“Coming from the South, I got to Taguig in about two and a half hours and I heard there was a fire on C5 and I was like, ‘Oh my god what am I going to do?’,” recalled Williams.

“I considered running, I considered jogging. Whatever you got to do, crawl, walk or run.”

Panicking, the 6-foot-6 Filipino-American was adviced by his driver to download Philippine-based mobile app Angkas — a motorcycle service provider. And it was one heck of a ride for the big man.

“My driver said check Angkas, an Uber for motorcycles. Okay. Quickly got out of the car in the middle of the C5, the middle of traffic, found this guy under the overpass, he was surprised to see me,” narrated animatedly by Williams.

“I got my helmet on, jumped on the bicycle and we got here for about 40 minutes,” he furthered. “Every stoplight, the other motorcycles pull up, double take, ‘Oh, what are you doing here?’, ‘Hi guys!’ It was fun, it was actually pretty fun but never again, make sure you plan ahead guys if you possibly get stuck in traffic.

“But it was a good experience for me. You get to see Manila in a different light.”

Around midway through the first quarter of the game, Williams finally arrived. Though relieved to see him, coach Nash Racela and the rest of the Katropa made sure to let him know that he was late.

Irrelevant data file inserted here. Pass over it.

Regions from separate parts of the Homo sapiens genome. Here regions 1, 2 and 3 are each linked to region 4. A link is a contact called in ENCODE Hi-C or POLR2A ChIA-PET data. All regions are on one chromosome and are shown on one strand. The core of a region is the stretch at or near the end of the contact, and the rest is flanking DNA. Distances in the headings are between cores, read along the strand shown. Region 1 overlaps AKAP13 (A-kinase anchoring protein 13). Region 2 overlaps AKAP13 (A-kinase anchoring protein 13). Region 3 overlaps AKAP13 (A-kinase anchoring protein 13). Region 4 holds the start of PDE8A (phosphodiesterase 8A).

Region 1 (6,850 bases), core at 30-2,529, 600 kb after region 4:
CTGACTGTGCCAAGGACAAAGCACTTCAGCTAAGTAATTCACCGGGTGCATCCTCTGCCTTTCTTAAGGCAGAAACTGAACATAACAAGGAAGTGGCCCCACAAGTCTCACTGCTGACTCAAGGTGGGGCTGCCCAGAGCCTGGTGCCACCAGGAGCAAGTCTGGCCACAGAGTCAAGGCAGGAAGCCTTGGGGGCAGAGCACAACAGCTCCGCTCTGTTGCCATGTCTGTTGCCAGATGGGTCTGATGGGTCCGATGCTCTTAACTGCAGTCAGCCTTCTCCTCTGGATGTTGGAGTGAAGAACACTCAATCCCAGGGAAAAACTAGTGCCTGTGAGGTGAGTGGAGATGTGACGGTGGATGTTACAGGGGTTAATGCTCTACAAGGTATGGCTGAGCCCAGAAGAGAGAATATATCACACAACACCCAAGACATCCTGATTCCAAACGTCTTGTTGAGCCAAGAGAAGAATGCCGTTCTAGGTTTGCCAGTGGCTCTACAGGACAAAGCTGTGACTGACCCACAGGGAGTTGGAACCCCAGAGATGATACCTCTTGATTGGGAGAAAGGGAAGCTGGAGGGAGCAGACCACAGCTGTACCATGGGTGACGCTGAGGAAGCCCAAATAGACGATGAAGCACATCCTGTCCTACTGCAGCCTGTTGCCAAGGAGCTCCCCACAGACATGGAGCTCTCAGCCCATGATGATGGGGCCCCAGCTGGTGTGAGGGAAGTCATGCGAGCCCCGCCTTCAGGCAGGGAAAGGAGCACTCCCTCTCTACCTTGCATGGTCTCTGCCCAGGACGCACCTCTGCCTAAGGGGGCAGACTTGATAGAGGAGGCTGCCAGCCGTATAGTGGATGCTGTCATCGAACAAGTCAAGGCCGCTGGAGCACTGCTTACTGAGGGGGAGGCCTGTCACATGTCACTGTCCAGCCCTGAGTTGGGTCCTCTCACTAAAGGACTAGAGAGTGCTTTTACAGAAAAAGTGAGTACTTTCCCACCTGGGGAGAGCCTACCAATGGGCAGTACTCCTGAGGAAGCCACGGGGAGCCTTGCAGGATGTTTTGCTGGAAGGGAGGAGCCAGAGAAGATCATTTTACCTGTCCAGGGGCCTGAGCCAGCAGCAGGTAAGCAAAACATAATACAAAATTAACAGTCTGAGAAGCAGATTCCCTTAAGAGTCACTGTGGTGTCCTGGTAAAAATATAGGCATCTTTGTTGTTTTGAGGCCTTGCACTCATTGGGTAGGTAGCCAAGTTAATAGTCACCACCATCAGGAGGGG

“Good experience, I apologized to the team, I owe them a team lunch or something and I told coach I won’t do it again,” the 35-year-old expressed.

“Let’s pray that it doesn’t happen again.”

Williams compensated for it by giving TNT quality minutes. During their 92-83 win against the Elite, he tallied six points, six rebounds, and four blocks in just 17 minutes of action.

“You got to come out there with extra effort after coming in late like that. But it’s always my intention to come out and do whatever I have to do,” he expressed.

“Luckily, I was in a good position to get some blocks and it worked out that way.”

And he owes a lot to his driver Richard, who got him to the venue just in time.

“It was a good experience though, thank you to the cyclist, I think his name is Richard or something like that, he’s a lifesaver.

“I tipped him very handsomely. It was about a hundred but I’m sure I paid with whatever was in my pocket because I was very grateful,” he quipped.

Still, he knows that he also owes a lot to his team. He plans on making it up by treating everyone to lunch during their next practice.

Lesson learned for Kelly.